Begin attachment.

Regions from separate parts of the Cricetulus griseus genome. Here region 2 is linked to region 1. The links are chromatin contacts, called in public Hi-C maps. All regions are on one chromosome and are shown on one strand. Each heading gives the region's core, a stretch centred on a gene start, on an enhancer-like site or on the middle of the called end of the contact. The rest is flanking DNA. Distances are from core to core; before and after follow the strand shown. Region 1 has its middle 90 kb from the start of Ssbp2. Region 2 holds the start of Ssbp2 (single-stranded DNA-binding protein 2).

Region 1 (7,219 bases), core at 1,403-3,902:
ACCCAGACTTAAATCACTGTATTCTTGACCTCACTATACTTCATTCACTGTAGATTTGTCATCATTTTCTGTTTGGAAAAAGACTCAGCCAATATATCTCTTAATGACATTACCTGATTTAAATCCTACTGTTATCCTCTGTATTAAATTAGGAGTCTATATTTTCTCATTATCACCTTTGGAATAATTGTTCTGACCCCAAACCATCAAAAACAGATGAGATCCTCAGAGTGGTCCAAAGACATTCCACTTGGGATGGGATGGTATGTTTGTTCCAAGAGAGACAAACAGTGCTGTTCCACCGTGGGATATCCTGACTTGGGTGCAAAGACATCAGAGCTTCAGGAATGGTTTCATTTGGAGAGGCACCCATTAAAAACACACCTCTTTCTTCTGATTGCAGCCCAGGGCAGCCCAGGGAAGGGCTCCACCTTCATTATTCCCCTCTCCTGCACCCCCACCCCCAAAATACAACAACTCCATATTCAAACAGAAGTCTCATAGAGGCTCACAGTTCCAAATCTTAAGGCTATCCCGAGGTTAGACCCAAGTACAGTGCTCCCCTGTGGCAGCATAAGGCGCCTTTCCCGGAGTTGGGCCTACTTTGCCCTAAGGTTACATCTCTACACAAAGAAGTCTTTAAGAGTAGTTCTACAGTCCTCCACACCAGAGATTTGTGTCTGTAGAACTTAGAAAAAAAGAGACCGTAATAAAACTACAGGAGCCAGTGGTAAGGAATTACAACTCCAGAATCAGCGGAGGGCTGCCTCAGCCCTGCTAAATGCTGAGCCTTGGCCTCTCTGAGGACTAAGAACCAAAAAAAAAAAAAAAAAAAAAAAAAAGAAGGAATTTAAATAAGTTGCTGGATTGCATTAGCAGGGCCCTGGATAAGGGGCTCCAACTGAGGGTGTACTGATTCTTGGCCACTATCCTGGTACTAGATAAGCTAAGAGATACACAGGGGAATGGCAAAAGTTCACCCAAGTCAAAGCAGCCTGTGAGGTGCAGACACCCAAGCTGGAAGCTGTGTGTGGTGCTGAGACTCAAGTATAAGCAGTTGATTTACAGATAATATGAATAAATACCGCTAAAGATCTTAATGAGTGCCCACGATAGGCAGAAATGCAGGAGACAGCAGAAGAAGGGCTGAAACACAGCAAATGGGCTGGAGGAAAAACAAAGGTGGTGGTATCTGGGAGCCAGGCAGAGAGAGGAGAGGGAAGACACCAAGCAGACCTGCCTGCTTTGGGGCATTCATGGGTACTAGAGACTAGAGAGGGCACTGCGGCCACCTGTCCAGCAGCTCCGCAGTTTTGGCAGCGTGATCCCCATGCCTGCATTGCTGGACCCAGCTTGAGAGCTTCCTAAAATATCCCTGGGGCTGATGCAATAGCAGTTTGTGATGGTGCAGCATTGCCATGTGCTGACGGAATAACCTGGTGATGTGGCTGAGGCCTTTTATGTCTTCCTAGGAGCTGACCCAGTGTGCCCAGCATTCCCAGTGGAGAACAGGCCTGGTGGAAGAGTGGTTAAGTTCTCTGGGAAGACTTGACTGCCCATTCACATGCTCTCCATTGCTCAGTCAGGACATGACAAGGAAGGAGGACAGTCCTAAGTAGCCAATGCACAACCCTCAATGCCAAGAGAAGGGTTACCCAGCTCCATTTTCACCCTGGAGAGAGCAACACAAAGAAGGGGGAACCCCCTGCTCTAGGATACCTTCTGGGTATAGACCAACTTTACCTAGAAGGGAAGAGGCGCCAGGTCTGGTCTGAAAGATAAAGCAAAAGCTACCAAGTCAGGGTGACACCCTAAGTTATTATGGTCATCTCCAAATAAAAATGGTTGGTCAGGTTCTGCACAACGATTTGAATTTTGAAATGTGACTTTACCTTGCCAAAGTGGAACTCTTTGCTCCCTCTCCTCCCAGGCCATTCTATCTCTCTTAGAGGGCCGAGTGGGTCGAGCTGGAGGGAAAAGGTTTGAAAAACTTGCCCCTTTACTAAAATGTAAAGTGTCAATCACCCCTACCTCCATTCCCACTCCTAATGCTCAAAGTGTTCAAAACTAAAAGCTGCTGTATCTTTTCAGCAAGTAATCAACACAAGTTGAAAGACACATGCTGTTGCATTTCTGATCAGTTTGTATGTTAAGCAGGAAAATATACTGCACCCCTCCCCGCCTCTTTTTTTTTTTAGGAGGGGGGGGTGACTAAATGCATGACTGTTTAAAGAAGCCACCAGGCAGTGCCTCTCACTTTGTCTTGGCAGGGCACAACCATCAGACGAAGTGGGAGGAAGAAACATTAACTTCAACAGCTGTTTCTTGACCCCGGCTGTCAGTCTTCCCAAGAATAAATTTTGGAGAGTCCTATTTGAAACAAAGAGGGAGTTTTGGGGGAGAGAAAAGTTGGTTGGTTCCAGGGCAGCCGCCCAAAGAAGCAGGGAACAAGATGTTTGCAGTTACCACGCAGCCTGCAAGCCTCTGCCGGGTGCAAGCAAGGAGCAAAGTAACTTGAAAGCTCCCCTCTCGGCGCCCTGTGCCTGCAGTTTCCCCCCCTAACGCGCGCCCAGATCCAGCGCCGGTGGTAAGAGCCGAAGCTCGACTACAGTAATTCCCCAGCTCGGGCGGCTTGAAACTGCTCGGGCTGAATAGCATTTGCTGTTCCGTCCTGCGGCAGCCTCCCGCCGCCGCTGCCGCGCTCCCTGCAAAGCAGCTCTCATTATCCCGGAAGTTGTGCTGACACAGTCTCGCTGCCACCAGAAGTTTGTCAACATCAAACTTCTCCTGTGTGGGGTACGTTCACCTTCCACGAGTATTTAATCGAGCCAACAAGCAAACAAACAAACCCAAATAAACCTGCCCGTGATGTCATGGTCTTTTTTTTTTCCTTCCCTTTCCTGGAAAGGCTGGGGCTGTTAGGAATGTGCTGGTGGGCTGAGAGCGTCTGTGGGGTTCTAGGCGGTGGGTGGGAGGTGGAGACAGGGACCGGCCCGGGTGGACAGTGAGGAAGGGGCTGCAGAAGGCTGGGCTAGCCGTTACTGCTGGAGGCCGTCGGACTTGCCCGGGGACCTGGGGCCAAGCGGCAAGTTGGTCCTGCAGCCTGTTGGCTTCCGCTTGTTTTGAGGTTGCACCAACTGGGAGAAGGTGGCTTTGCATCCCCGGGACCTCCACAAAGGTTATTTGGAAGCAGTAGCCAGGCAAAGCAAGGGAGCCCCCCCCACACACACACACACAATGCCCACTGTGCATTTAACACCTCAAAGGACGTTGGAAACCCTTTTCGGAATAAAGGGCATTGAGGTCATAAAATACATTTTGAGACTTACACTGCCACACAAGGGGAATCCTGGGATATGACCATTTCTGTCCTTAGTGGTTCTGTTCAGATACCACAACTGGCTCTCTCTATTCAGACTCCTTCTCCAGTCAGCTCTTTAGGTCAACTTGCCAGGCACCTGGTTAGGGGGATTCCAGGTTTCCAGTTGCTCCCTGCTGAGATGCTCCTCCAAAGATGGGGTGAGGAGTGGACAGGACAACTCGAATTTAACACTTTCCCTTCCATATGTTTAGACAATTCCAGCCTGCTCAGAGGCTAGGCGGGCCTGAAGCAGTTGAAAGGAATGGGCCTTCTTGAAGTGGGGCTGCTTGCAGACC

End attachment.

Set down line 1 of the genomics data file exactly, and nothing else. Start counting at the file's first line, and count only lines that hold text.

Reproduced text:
Regions from separate parts of the Cricetulus griseus genome. Here region 2 is linked to region 1. The links are chromatin contacts, called in public Hi-C maps. All regions are on one chromosome and are shown on one strand. Each heading gives the region's core, a stretch centred on a gene start, on an enhancer-like site or on the middle of the called end of the contact. The rest is flanking DNA. Distances are from core to core; before and after follow the strand shown. Region 1 has its middle 90 kb from the start of Ssbp2. Region 2 holds the start of Ssbp2 (single-stranded DNA-binding protein 2).